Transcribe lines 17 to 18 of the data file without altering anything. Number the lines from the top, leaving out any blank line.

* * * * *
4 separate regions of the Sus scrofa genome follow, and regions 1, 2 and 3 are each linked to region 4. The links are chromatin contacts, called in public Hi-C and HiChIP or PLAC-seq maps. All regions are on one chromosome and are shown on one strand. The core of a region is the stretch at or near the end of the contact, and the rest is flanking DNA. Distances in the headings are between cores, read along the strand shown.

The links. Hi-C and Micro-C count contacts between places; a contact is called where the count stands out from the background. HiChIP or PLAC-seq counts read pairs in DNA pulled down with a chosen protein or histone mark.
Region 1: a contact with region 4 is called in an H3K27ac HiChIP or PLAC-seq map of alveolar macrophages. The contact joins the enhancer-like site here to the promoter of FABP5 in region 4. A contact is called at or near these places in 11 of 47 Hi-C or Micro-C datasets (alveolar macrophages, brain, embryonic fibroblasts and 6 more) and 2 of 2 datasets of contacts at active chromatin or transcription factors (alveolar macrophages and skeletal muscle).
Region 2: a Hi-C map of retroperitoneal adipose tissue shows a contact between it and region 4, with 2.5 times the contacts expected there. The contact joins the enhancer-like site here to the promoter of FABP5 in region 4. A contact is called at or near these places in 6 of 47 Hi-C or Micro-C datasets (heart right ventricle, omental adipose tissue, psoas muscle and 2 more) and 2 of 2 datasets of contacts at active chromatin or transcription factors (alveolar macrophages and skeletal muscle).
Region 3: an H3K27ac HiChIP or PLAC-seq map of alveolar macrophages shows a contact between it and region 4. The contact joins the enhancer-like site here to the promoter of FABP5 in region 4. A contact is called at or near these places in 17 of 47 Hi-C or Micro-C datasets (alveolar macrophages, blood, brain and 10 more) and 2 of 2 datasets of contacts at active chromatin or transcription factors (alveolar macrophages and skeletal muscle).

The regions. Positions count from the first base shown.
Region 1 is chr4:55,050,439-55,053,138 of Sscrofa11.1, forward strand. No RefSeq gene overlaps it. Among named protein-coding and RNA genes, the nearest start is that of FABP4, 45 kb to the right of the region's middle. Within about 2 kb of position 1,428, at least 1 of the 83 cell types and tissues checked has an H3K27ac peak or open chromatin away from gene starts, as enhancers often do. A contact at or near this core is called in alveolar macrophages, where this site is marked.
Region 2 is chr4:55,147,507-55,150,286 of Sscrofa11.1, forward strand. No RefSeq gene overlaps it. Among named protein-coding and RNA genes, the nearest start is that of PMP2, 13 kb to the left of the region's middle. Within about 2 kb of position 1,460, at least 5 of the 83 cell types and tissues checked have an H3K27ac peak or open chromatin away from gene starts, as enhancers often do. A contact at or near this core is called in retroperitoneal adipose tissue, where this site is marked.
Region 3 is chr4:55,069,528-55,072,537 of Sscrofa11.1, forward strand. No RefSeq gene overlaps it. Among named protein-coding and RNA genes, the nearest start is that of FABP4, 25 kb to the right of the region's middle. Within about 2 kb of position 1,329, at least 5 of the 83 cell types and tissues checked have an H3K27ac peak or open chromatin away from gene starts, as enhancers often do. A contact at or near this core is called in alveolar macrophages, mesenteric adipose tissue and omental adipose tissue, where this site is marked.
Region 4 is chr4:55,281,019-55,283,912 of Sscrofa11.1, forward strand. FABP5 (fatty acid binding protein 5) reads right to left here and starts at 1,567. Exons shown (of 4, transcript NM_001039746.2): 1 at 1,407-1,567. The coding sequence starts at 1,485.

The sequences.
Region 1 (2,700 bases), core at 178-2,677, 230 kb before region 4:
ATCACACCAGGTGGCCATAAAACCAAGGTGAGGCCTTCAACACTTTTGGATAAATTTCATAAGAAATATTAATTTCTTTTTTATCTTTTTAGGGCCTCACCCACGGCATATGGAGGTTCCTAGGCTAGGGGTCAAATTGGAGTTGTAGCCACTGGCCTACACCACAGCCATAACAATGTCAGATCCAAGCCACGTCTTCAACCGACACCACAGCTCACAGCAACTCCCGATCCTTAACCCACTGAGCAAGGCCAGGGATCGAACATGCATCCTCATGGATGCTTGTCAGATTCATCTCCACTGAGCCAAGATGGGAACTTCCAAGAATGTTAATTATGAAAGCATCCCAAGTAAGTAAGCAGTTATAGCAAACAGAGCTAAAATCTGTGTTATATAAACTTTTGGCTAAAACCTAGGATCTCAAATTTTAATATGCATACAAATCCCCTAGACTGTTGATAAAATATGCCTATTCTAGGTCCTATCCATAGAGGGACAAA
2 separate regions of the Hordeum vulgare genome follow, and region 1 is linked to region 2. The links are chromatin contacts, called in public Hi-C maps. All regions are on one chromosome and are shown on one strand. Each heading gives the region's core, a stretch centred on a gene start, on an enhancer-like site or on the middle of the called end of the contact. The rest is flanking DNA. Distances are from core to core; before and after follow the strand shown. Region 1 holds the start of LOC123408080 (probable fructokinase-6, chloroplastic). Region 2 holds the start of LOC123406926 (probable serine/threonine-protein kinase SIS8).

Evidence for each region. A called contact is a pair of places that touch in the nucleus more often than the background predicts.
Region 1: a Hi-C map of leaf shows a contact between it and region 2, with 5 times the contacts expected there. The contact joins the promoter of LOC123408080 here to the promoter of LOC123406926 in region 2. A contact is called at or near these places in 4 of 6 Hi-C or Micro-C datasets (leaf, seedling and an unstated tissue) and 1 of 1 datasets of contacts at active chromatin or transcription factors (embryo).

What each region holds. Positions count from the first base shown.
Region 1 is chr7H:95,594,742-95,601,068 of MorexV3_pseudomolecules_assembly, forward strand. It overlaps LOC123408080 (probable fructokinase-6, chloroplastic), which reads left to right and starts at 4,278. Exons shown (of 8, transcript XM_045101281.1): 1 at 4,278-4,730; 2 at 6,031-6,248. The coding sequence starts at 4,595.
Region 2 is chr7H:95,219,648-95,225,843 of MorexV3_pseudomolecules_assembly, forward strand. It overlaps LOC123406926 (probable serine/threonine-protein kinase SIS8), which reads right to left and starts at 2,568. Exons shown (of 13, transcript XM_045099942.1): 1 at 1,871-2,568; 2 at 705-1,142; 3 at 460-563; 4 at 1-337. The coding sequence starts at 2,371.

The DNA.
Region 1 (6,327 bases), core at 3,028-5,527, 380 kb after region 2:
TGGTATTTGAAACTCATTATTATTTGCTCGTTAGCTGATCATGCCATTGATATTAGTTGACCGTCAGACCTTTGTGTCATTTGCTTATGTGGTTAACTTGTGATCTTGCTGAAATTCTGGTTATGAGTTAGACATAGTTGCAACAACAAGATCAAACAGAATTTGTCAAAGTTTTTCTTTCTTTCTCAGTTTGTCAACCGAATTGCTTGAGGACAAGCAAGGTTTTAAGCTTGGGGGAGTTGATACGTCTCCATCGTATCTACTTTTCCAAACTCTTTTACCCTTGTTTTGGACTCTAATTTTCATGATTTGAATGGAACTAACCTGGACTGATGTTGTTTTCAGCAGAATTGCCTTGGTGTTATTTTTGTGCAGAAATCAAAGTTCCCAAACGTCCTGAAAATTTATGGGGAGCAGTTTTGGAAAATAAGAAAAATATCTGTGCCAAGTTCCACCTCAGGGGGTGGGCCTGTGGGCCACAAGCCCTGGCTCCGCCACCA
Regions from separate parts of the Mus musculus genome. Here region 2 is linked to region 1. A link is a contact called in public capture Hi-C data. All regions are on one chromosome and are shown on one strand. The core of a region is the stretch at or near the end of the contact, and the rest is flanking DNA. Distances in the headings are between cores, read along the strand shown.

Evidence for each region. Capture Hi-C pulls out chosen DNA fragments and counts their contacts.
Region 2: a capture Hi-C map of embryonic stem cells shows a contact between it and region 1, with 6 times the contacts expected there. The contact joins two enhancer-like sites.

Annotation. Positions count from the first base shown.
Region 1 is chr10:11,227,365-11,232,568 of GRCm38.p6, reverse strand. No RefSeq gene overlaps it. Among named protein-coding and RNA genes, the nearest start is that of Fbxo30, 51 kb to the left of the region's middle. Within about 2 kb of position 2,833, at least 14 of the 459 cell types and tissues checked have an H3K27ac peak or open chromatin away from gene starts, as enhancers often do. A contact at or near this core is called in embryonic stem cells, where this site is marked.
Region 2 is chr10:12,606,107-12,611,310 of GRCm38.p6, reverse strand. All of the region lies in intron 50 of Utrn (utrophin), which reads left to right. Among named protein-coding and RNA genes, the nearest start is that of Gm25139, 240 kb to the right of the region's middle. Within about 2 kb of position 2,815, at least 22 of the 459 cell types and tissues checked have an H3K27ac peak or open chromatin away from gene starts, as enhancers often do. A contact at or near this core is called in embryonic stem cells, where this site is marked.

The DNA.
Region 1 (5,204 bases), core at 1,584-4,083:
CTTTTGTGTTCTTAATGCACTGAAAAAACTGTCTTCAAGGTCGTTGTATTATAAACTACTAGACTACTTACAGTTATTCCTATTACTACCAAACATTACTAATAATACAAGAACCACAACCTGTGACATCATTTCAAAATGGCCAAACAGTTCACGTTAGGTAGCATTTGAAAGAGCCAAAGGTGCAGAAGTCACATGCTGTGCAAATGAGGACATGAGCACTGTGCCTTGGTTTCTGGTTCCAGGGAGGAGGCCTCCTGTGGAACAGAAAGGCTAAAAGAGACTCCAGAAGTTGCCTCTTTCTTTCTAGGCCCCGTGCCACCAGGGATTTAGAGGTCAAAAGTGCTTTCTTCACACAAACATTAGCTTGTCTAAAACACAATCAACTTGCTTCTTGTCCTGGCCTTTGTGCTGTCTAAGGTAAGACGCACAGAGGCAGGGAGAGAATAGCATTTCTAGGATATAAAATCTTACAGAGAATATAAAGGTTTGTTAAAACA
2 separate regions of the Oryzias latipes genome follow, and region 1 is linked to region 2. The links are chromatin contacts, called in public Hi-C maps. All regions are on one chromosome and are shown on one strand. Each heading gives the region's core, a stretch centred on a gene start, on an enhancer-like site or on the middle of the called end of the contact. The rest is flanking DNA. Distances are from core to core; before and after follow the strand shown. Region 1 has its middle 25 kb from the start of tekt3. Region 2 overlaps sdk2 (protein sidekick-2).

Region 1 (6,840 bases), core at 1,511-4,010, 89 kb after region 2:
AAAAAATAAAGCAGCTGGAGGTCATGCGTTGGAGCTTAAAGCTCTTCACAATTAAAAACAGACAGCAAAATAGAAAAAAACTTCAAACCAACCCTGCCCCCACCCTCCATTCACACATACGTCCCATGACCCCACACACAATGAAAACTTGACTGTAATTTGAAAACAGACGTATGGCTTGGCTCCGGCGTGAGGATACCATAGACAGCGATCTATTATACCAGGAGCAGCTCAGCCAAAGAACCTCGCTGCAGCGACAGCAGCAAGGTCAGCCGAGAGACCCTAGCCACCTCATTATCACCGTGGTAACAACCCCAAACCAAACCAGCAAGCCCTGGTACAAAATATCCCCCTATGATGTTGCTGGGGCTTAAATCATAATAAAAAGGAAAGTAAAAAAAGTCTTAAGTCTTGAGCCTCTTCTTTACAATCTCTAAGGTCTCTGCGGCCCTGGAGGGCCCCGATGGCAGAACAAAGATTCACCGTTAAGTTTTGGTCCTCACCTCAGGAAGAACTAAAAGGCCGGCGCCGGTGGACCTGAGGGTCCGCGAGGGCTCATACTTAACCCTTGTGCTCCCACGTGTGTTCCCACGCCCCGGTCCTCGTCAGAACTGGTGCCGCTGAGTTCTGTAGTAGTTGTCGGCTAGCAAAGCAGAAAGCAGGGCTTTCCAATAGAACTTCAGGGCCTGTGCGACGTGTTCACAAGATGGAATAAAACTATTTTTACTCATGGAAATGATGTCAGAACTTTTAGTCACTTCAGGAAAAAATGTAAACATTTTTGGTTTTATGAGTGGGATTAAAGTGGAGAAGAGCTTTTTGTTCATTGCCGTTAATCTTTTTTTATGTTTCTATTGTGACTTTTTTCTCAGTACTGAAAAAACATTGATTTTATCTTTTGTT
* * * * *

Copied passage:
What each region holds. Positions count from the first base shown.
Region 1 is chr7H:95,594,742-95,601,068 of MorexV3_pseudomolecules_assembly, forward strand. It overlaps LOC123408080 (probable fructokinase-6, chloroplastic), which reads left to right and starts at 4,278. Exons shown (of 8, transcript XM_045101281.1): 1 at 4,278-4,730; 2 at 6,031-6,248. The coding sequence starts at 4,595.